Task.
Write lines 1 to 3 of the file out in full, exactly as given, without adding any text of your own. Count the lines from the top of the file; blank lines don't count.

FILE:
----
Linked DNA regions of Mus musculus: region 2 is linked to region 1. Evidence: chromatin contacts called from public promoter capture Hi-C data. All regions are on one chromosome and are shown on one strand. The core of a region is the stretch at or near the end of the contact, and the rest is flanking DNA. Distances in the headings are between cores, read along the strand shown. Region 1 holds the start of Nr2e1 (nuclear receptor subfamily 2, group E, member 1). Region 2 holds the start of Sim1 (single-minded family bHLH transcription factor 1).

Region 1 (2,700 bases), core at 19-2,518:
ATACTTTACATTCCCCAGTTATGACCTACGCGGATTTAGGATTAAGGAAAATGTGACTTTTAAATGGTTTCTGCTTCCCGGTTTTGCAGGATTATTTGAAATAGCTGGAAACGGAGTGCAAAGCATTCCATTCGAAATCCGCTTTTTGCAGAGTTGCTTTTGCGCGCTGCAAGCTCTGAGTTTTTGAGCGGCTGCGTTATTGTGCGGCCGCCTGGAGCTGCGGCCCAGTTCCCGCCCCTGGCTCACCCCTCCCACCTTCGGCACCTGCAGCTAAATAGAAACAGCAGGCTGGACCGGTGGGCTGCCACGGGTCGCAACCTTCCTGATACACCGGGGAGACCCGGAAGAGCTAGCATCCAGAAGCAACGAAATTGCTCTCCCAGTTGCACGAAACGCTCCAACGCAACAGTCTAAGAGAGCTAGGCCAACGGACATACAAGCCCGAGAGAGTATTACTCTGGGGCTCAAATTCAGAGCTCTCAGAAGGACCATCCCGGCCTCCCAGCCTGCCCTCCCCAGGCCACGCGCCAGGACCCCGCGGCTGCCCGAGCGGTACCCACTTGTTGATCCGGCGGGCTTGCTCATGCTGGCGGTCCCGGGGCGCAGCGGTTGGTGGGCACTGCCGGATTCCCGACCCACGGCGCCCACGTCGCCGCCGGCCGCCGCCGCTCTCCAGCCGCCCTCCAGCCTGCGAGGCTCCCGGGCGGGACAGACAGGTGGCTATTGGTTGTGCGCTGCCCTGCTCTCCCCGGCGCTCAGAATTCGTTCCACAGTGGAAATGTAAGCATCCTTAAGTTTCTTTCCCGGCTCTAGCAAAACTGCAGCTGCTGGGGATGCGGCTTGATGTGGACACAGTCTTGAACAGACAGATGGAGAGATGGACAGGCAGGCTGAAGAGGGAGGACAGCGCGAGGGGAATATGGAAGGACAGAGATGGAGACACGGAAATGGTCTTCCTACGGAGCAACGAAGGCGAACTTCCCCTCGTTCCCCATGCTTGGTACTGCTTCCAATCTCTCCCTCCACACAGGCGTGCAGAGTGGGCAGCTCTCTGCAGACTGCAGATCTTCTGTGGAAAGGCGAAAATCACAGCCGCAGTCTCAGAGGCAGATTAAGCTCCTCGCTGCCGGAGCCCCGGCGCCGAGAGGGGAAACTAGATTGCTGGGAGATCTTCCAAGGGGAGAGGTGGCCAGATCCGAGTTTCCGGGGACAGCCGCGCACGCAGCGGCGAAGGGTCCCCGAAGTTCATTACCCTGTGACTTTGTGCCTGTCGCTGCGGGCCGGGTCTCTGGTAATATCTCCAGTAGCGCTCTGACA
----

Linked DNA regions of Mus musculus: region 2 is linked to region 1. Evidence: chromatin contacts called from public promoter capture Hi-C data. All regions are on one chromosome and are shown on one strand. The core of a region is the stretch at or near the end of the contact, and the rest is flanking DNA. Distances in the headings are between cores, read along the strand shown. Region 1 holds the start of Nr2e1 (nuclear receptor subfamily 2, group E, member 1). Region 2 holds the start of Sim1 (single-minded family bHLH transcription factor 1).

Region 1 (2,700 bases), core at 19-2,518:
ATACTTTACATTCCCCAGTTATGACCTACGCGGATTTAGGATTAAGGAAAATGTGACTTTTAAATGGTTTCTGCTTCCCGGTTTTGCAGGATTATTTGAAATAGCTGGAAACGGAGTGCAAAGCATTCCATTCGAAATCCGCTTTTTGCAGAGTTGCTTTTGCGCGCTGCAAGCTCTGAGTTTTTGAGCGGCTGCGTTATTGTGCGGCCGCCTGGAGCTGCGGCCCAGTTCCCGCCCCTGGCTCACCCCTCCCACCTTCGGCACCTGCAGCTAAATAGAAACAGCAGGCTGGACCGGTGGGCTGCCACGGGTCGCAACCTTCCTGATACACCGGGGAGACCCGGAAGAGCTAGCATCCAGAAGCAACGAAATTGCTCTCCCAGTTGCACGAAACGCTCCAACGCAACAGTCTAAGAGAGCTAGGCCAACGGACATACAAGCCCGAGAGAGTATTACTCTGGGGCTCAAATTCAGAGCTCTCAGAAGGACCATCCCGGCCTCCCAGCCTGCCCTCCCCAGGCCACGCGCCAGGACCCCGCGGCTGCCCGAGCGGTACCCACTTGTTGATCCGGCGGGCTTGCTCATGCTGGCGGTCCCGGGGCGCAGCGGTTGGTGGGCACTGCCGGATTCCCGACCCACGGCGCCCACGTCGCCGCCGGCCGCCGCCGCTCTCCAGCCGCCCTCCAGCCTGCGAGGCTCCCGGGCGGGACAGACAGGTGGCTATTGGTTGTGCGCTGCCCTGCTCTCCCCGGCGCTCAGAATTCGTTCCACAGTGGAAATGTAAGCATCCTTAAGTTTCTTTCCCGGCTCTAGCAAAACTGCAGCTGCTGGGGATGCGGCTTGATGTGGACACAGTCTTGAACAGACAGATGGAGAGATGGACAGGCAGGCTGAAGAGGGAGGACAGCGCGAGGGGAATATGGAAGGACAGAGATGGAGACACGGAAATGGTCTTCCTACGGAGCAACGAAGGCGAACTTCCCCTCGTTCCCCATGCTTGGTACTGCTTCCAATCTCTCCCTCCACACAGGCGTGCAGAGTGGGCAGCTCTCTGCAGACTGCAGATCTTCTGTGGAAAGGCGAAAATCACAGCCGCAGTCTCAGAGGCAGATTAAGCTCCTCGCTGCCGGAGCCCCGGCGCCGAGAGGGGAAACTAGATTGCTGGGAGATCTTCCAAGGGGAGAGGTGGCCAGATCCGAGTTTCCGGGGACAGCCGCGCACGCAGCGGCGAAGGGTCCCCGAAGTTCATTACCCTGTGACTTTGTGCCTGTCGCTGCGGGCCGGGTCTCTGGTAATATCTCCAGTAGCGCTCTGACA